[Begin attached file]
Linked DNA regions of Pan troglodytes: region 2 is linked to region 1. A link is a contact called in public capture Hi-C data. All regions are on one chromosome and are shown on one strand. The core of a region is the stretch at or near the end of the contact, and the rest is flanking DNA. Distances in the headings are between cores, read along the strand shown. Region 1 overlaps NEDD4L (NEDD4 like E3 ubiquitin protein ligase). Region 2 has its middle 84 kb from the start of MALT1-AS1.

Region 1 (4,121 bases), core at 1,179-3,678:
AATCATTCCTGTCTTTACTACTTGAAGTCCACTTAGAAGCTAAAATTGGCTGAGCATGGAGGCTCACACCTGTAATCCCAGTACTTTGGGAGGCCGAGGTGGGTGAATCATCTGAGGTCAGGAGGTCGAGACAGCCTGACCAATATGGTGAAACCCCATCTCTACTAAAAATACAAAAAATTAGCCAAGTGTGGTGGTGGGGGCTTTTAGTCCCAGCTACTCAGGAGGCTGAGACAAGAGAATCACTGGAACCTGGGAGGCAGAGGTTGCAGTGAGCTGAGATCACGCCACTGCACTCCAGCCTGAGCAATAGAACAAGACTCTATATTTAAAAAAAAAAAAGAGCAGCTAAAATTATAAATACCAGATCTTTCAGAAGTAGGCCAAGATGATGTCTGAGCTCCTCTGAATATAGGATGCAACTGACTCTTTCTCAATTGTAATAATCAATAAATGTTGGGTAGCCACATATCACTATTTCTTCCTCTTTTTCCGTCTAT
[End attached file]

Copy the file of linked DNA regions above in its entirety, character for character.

Linked DNA regions of Pan troglodytes: region 2 is linked to region 1. A link is a contact called in public capture Hi-C data. All regions are on one chromosome and are shown on one strand. The core of a region is the stretch at or near the end of the contact, and the rest is flanking DNA. Distances in the headings are between cores, read along the strand shown. Region 1 overlaps NEDD4L (NEDD4 like E3 ubiquitin protein ligase). Region 2 has its middle 84 kb from the start of MALT1-AS1.

Region 1 (4,121 bases), core at 1,179-3,678:
AATCATTCCTGTCTTTACTACTTGAAGTCCACTTAGAAGCTAAAATTGGCTGAGCATGGAGGCTCACACCTGTAATCCCAGTACTTTGGGAGGCCGAGGTGGGTGAATCATCTGAGGTCAGGAGGTCGAGACAGCCTGACCAATATGGTGAAACCCCATCTCTACTAAAAATACAAAAAATTAGCCAAGTGTGGTGGTGGGGGCTTTTAGTCCCAGCTACTCAGGAGGCTGAGACAAGAGAATCACTGGAACCTGGGAGGCAGAGGTTGCAGTGAGCTGAGATCACGCCACTGCACTCCAGCCTGAGCAATAGAACAAGACTCTATATTTAAAAAAAAAAAAGAGCAGCTAAAATTATAAATACCAGATCTTTCAGAAGTAGGCCAAGATGATGTCTGAGCTCCTCTGAATATAGGATGCAACTGACTCTTTCTCAATTGTAATAATCAATAAATGTTGGGTAGCCACATATCACTATTTCTTCCTCTTTTTCCGTCTAT